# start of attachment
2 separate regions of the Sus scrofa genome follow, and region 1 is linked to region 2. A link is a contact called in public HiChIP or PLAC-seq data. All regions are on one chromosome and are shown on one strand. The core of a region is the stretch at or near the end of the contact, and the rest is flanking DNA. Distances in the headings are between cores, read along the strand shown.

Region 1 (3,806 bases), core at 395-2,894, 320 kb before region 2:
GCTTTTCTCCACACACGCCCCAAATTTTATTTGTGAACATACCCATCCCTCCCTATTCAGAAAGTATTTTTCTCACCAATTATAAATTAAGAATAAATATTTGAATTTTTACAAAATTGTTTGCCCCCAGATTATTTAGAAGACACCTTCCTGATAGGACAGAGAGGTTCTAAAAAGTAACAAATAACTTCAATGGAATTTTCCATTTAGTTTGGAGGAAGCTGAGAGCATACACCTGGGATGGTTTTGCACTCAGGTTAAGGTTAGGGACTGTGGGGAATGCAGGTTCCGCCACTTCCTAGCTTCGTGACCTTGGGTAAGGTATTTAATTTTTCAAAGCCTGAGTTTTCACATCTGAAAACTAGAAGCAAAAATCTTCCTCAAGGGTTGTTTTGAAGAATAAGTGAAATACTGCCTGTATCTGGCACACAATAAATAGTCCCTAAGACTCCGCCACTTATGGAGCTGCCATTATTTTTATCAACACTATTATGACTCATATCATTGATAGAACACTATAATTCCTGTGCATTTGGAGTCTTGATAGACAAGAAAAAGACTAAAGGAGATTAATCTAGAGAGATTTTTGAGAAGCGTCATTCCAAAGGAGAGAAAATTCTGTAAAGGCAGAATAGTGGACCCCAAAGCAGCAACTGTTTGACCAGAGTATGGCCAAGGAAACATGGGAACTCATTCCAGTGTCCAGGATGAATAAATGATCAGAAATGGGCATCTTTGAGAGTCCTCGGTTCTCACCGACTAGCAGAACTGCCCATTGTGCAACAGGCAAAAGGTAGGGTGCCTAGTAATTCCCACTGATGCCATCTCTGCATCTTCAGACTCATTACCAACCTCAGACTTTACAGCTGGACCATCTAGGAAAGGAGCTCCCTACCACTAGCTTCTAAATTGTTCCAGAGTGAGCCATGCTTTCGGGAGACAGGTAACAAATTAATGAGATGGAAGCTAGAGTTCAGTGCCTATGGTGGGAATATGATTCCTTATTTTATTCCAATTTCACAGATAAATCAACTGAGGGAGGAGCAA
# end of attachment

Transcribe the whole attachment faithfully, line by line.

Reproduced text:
2 separate regions of the Sus scrofa genome follow, and region 1 is linked to region 2. A link is a contact called in public HiChIP or PLAC-seq data. All regions are on one chromosome and are shown on one strand. The core of a region is the stretch at or near the end of the contact, and the rest is flanking DNA. Distances in the headings are between cores, read along the strand shown.

Region 1 (3,806 bases), core at 395-2,894, 320 kb before region 2:
GCTTTTCTCCACACACGCCCCAAATTTTATTTGTGAACATACCCATCCCTCCCTATTCAGAAAGTATTTTTCTCACCAATTATAAATTAAGAATAAATATTTGAATTTTTACAAAATTGTTTGCCCCCAGATTATTTAGAAGACACCTTCCTGATAGGACAGAGAGGTTCTAAAAAGTAACAAATAACTTCAATGGAATTTTCCATTTAGTTTGGAGGAAGCTGAGAGCATACACCTGGGATGGTTTTGCACTCAGGTTAAGGTTAGGGACTGTGGGGAATGCAGGTTCCGCCACTTCCTAGCTTCGTGACCTTGGGTAAGGTATTTAATTTTTCAAAGCCTGAGTTTTCACATCTGAAAACTAGAAGCAAAAATCTTCCTCAAGGGTTGTTTTGAAGAATAAGTGAAATACTGCCTGTATCTGGCACACAATAAATAGTCCCTAAGACTCCGCCACTTATGGAGCTGCCATTATTTTTATCAACACTATTATGACTCATATCATTGATAGAACACTATAATTCCTGTGCATTTGGAGTCTTGATAGACAAGAAAAAGACTAAAGGAGATTAATCTAGAGAGATTTTTGAGAAGCGTCATTCCAAAGGAGAGAAAATTCTGTAAAGGCAGAATAGTGGACCCCAAAGCAGCAACTGTTTGACCAGAGTATGGCCAAGGAAACATGGGAACTCATTCCAGTGTCCAGGATGAATAAATGATCAGAAATGGGCATCTTTGAGAGTCCTCGGTTCTCACCGACTAGCAGAACTGCCCATTGTGCAACAGGCAAAAGGTAGGGTGCCTAGTAATTCCCACTGATGCCATCTCTGCATCTTCAGACTCATTACCAACCTCAGACTTTACAGCTGGACCATCTAGGAAAGGAGCTCCCTACCACTAGCTTCTAAATTGTTCCAGAGTGAGCCATGCTTTCGGGAGACAGGTAACAAATTAATGAGATGGAAGCTAGAGTTCAGTGCCTATGGTGGGAATATGATTCCTTATTTTATTCCAATTTCACAGATAAATCAACTGAGGGAGGAGCAA